Discussions among airline representatives on the possbility of shifting some flights from National Airport to the area's other two airports, originally set for tomorrow, have been postponed until March 2.

Officials of the Department of Transportation, which is organizing the meeting, said the delay would give the airlines and other parties, including promoters of Dulles International Airport, additional time to prepare for the meeting.

Members of the Dulles Policy Task Force, representing Virginia state and local bodies and chambers of commerce, are hoping to use the time to convince airlines that they can fill planes with passengers and make money by transferring some flights from National to underutilized Dulles.

It was the task force that originally instigated the current set of meetings by asking the Civil Aeronautics Board to grant the airlines antitrust immunity to engage in discussions on shifting flights. The authority was granted when four airlines operating at National filed a petition asking for the talks.

Late last week, the task force mailed to all the airlines operating at National a 50-page brochure and study that tries to make a case for transferring some service to Dulles. "The book is aimed at airline planners not familiar with the Washington area," task force member Leo J. Schefer, a vice president of British Aerospace Inc., said. "Our contention is there would be more passengers at Dulles if there was more service there."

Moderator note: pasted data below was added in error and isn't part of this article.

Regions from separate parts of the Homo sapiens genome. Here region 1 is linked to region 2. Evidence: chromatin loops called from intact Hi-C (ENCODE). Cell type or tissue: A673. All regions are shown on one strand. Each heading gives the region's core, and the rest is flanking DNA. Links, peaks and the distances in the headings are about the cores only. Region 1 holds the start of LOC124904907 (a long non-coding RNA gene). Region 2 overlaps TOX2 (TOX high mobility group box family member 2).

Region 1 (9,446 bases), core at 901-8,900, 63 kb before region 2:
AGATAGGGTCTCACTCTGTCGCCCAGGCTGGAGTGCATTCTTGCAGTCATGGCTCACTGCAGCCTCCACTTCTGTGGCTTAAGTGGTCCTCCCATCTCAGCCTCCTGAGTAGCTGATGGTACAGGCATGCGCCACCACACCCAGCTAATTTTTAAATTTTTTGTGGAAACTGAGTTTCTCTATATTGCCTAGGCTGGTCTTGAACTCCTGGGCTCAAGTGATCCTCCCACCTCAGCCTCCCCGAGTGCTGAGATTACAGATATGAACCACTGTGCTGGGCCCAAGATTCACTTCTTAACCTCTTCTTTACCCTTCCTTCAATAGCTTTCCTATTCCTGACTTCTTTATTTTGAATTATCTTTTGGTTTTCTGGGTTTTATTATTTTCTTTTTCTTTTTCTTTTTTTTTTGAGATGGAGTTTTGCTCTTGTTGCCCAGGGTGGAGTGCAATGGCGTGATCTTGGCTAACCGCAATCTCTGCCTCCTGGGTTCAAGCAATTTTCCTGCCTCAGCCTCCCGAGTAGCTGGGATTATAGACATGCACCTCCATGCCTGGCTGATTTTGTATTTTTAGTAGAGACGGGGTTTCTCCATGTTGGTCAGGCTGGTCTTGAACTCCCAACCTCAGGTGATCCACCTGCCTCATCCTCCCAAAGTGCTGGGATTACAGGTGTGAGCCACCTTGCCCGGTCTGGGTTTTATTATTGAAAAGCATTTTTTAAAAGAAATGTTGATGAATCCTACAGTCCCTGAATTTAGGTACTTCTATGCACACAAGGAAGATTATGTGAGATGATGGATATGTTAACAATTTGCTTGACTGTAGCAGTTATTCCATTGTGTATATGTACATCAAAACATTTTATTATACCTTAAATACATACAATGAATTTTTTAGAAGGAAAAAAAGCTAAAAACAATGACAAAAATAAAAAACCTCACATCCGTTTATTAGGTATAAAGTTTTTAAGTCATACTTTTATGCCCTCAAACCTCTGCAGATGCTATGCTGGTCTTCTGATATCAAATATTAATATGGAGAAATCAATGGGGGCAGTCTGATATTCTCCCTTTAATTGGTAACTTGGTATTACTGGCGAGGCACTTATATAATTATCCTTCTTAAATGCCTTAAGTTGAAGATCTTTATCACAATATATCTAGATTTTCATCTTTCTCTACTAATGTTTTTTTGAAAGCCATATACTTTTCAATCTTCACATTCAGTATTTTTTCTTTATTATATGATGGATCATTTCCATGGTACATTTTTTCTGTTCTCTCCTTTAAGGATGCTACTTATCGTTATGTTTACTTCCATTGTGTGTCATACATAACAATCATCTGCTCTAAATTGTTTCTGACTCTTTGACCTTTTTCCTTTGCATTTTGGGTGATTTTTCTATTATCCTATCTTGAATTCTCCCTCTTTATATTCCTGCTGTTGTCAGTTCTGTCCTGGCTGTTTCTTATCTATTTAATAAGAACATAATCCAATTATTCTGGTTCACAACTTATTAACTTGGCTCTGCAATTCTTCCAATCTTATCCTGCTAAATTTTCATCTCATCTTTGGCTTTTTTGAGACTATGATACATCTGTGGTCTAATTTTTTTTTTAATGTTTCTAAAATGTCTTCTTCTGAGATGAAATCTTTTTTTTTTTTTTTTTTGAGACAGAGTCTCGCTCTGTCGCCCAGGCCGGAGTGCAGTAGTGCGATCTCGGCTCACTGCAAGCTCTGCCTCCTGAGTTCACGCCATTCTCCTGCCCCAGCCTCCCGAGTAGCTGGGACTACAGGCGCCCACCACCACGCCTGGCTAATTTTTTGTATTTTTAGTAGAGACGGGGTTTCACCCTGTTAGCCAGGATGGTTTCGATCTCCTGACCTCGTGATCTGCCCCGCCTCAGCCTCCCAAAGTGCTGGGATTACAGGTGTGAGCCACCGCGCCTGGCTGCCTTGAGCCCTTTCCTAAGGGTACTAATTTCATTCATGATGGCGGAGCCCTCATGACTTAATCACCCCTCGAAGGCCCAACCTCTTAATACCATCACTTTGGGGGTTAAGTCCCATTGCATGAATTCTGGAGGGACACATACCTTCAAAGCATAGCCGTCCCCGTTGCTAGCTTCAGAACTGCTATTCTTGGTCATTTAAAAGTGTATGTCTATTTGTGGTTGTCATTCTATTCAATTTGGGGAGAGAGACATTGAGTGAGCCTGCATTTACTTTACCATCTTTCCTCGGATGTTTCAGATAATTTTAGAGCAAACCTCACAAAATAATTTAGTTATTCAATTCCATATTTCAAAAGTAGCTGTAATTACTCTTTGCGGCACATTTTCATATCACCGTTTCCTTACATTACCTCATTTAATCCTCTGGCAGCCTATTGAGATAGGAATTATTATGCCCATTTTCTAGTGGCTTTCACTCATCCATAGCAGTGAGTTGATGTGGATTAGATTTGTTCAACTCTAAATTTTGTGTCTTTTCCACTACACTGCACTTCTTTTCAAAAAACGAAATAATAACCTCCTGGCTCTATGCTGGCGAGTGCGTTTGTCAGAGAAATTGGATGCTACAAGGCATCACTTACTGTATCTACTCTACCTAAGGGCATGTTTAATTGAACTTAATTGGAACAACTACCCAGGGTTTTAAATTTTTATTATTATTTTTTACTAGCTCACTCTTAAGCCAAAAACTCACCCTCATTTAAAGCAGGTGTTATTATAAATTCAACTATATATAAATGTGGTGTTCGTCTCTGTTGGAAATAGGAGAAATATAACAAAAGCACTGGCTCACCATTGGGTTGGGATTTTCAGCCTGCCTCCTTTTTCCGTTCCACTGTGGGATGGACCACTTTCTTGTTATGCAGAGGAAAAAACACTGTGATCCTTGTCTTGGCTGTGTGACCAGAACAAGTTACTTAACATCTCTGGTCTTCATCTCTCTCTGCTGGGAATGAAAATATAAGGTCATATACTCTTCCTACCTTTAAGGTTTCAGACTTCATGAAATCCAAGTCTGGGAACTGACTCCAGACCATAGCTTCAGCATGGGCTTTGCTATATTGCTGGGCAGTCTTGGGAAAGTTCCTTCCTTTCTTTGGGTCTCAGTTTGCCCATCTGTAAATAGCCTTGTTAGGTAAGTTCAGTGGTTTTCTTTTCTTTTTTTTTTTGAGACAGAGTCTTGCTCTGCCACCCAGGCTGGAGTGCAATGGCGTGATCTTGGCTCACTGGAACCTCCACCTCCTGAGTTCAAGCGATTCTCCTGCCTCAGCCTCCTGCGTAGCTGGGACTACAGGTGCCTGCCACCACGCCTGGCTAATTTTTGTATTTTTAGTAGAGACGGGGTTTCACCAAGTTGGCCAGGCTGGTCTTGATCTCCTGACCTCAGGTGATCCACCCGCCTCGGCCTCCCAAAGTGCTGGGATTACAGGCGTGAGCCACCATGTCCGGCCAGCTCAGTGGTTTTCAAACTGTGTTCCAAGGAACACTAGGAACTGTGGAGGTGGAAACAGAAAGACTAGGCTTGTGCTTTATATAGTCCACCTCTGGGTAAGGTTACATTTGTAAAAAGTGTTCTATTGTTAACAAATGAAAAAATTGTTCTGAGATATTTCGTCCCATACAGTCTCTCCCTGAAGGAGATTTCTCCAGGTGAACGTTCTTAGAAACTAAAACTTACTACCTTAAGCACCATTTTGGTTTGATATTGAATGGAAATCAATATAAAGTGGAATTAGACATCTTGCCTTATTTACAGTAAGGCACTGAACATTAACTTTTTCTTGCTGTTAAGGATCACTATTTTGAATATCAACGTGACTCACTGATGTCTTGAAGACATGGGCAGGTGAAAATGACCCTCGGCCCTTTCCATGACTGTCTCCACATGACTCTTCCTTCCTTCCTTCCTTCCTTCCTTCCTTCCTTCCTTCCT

The study, prepared by Simat, Helliesen & Eichner, a transportation consulting firm, outlines the area's demographics and economics and the facilities at Dulles. It also concludes that passengers in the Dulles service area--a geographic area for which Dulles is considered more convienient than National--could support easily the transfer of 25 percent of the flights to major cities from National to Dulles.

The report also suggests that flights into National with a high percentage of through passengers going on to another city could be moved to Dulles, since those passengers don't care where the stop is made.

Airline officials in the past generally have suggested that they didn't want to move flights to Dulles if their competitors stayed at National. At a meeting late last month to work out ground rules for the next meeting, many said if the airlines are going to agree to shift some service out of National, they will have to shift all flights to some destinations. No airline official voiced support for shifting a percentage of a market to Dulles or BWI.